Bhutanese Foods to Try
Traditional Bhutanese food has been influenced by its neighboring countries, China, India and Tibet. The difference is that it’s less oily than Chinese and Indian foods while spicier than Tibetan food.
Spiciness is truly popular. They put chili. Not one, but many chilies in their foods. Chilies are not considered to be a seasoning, rather, a valuable vegetable in Bhutan. And that just totally make every dish produce a burning feeling in the mouth for non-spicy eaters.
Rice, just like in the Philippines, is the staple food in Bhutan. It is served with most Bhutanese dishes. Their red rice is more coarse but tasty and more fibrous than normal rice Filipinos eat.
Also, Bhutanese people like eggs and cheese. Once you get to travel to Bhutan, your first chance is to taste their Bhutanese national dish called “EmaDatsi” which means chillies (ema) cooked in cheese (datsi). It’s made with green, yellow or red chilies, cow or yak’s milk, cheese, onions and tomatoes. The chilies are enough to make someone really sweat. It is also served with red rice washed down with Bhutan’s only brewed beer, Red Panda, a light drink to lessen spiciness.
“JashaMaroo or Maru”
The “JashaMaroo or Maru” which means spicy chicken mixed with chilies, tomato, garlic, onion, ginger and coriander leaves. This is a fantastic dish to refuel after a day of hiking.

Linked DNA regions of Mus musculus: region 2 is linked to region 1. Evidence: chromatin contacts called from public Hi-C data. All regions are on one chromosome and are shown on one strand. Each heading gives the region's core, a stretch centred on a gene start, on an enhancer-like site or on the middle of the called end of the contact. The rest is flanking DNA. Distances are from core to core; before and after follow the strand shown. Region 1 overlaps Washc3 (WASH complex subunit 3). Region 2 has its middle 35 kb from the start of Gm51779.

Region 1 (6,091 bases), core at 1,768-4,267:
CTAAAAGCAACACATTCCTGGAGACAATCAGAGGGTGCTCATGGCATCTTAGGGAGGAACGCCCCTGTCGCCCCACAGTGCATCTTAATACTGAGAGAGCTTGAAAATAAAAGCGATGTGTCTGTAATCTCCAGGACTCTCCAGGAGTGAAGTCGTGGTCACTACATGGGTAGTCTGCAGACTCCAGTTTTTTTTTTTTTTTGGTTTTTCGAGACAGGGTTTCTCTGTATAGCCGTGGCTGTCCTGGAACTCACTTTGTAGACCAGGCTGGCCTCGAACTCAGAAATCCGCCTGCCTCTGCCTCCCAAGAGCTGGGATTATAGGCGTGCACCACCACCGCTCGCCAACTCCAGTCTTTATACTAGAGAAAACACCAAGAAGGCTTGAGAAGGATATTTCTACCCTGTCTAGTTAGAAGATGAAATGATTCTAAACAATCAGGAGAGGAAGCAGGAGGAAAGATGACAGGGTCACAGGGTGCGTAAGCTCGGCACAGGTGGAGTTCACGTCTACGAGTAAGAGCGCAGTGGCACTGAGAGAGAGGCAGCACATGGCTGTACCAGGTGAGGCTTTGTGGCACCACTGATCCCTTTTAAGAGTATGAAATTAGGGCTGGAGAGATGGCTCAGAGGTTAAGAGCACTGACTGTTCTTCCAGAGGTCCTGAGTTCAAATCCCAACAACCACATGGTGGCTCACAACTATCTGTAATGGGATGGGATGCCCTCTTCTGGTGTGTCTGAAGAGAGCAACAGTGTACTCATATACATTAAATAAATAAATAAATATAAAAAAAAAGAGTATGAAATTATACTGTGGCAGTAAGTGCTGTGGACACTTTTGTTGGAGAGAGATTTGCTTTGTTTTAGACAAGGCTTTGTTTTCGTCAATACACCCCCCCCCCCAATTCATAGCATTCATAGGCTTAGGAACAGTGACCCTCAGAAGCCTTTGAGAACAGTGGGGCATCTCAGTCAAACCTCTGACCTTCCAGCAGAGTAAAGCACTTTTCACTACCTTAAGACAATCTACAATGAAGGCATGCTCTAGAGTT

Boneless pork simmered until tender with daikon radish, ginger, bok choy and chili powder topped with green chili strips is called “PhakshaPaa”.
Dumpling or “Momos” are steamed buns filled with minced pork or beef, cabbage, fresh cheese, garlic, ginger and coriander.
A unique dish made from buckwheat noodles served with curd found in the area of Bumthang is called “Puta”.
For refreshments, Bhutan offers a variety of drinks including green or black tea, wine and beer. In the local, brewed “Ara” is served, which a fermented drink is made from rice or wheat. During morning and evening, “Po cha”, a butter tea made with fresh yak butter, is a must try.
There is a tip taught that when you’re offered food, you can say “meshumeshu”, covering your mouth with hands which means refusal according to Bhutanese manners, and then give in on second or third offer.